Telltale reinvigorated the ageing point-and-click adventure genre by simplifying and expanding on its mechanics and marrying them to dramatic, branching, episodic narratives. The end goal was to better plug its players into what was the most fun and engaging for them: their stories. One of the most fascinating parts of working at Telltale over the years, though, was getting to see how they evolved one of the genre’s oldest mainstays – exploration, or, the ‘adventure’ part of the point-and-click adventure.
In Telltale terms, we called these sections ‘freewalks’, because we were giving our players free rein to move their characters around. In classic point-and-click games, these were sections where puzzles lived, and advancing the story often meant exploring a scene and dissecting the set-piece’s elements. What became a constant push at Telltale over the years, though, was to learn from movies and television. Scenes became more tightly focused, and systems like inventories were scrapped in order to keep the player closer to the plot.
This balancing act of staging, interaction, and narrative intent are well worth examining as one long conversation about how to effectively fill an explorable space. So, here’s a quick close-up on a few of the memorable freewalk sections that have stuck with me after all these years.
Scared is Hard, Hungry’s Heavy
In episode two of The Walking Dead, Starved For Help, the game takes a slight departure from the nightmare-fuelled action of previous scenes to give players a different taste of our characters’ reality. Having secured themselves at an abandoned motel, our caravan is running low on food. Instead of timers, fail states, and immediate danger, however, we’re safe to explore our surroundings at our own pace. This feels like a much-needed breather, and we actually have the chance to talk with everyone, in any order, before moving forward. This is partly because the point of this scene isn’t about ‘winning’, but having more time and freedom to absorb the weight of the current situation.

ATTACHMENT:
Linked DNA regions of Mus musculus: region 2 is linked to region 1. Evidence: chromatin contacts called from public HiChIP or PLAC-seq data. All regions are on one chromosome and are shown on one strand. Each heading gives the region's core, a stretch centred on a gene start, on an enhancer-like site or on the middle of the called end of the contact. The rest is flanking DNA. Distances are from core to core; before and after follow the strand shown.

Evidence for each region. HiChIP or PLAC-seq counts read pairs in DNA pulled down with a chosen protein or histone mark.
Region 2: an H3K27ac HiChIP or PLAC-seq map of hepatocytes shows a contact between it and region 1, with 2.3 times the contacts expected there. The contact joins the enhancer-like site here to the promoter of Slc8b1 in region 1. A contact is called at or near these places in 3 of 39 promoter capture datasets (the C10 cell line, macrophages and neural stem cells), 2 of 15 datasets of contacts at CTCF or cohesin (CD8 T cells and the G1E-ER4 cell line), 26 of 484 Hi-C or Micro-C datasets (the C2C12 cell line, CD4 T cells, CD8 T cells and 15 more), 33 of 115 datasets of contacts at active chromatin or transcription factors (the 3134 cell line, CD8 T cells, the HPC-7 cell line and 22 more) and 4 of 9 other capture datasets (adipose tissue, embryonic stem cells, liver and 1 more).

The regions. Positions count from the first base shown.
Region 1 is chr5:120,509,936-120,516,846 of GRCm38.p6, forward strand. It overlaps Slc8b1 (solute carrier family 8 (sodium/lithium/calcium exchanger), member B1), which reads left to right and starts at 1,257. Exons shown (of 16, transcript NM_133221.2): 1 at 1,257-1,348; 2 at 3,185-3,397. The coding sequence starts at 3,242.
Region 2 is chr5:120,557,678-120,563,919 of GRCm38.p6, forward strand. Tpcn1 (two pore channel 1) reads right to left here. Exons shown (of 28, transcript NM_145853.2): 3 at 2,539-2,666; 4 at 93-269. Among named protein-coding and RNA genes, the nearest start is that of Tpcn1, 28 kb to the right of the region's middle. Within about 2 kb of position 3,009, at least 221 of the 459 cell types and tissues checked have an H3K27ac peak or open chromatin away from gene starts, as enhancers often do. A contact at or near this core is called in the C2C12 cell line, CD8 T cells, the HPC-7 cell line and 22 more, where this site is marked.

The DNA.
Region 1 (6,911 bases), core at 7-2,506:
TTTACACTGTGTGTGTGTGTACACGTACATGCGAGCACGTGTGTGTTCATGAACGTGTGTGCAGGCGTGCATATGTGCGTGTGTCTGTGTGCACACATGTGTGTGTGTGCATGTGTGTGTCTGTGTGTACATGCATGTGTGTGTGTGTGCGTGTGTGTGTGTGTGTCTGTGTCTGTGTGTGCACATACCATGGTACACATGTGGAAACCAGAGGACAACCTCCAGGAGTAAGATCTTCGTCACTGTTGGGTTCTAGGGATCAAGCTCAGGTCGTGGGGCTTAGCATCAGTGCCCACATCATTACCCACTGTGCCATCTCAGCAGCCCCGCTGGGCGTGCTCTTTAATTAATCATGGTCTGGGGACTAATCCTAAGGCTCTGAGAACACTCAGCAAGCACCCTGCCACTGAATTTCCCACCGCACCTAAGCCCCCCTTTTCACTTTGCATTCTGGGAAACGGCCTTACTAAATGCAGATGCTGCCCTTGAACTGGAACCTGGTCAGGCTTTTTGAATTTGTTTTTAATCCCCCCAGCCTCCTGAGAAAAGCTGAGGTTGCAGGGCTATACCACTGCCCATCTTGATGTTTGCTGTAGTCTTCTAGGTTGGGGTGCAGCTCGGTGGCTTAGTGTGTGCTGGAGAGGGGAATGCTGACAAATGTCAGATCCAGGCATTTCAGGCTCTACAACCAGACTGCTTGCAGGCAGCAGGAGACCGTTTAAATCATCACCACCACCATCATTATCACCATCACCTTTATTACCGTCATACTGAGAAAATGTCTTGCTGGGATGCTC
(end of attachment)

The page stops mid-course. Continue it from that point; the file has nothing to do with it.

As it turns out, our player only has four food items with which to feed ten hungry people (see Figure 1), which is made clear at the beginning of our scene, but not truly felt until the scene plays out. It feels and plays slowly, like a classic, open-ended adventure scene, but it’s grounded by a one-off mechanic to make the scene feel more special.
Our mechanic takes less than a second to explain, and we don’t even have to worry about who likes what kind of food. It’s a simple-to-understand task that, at first, makes the time and safety we have to catch up with our party members feel like a gift, until we realise there’s no way to ‘win’, and help everyone. This is a clear case of the ‘weight’ of our scene mattering more than completing a puzzle; the stakes aren’t life or death, but about how the rest of the caravan members will ‘remember’ you going forward.
End on the Pig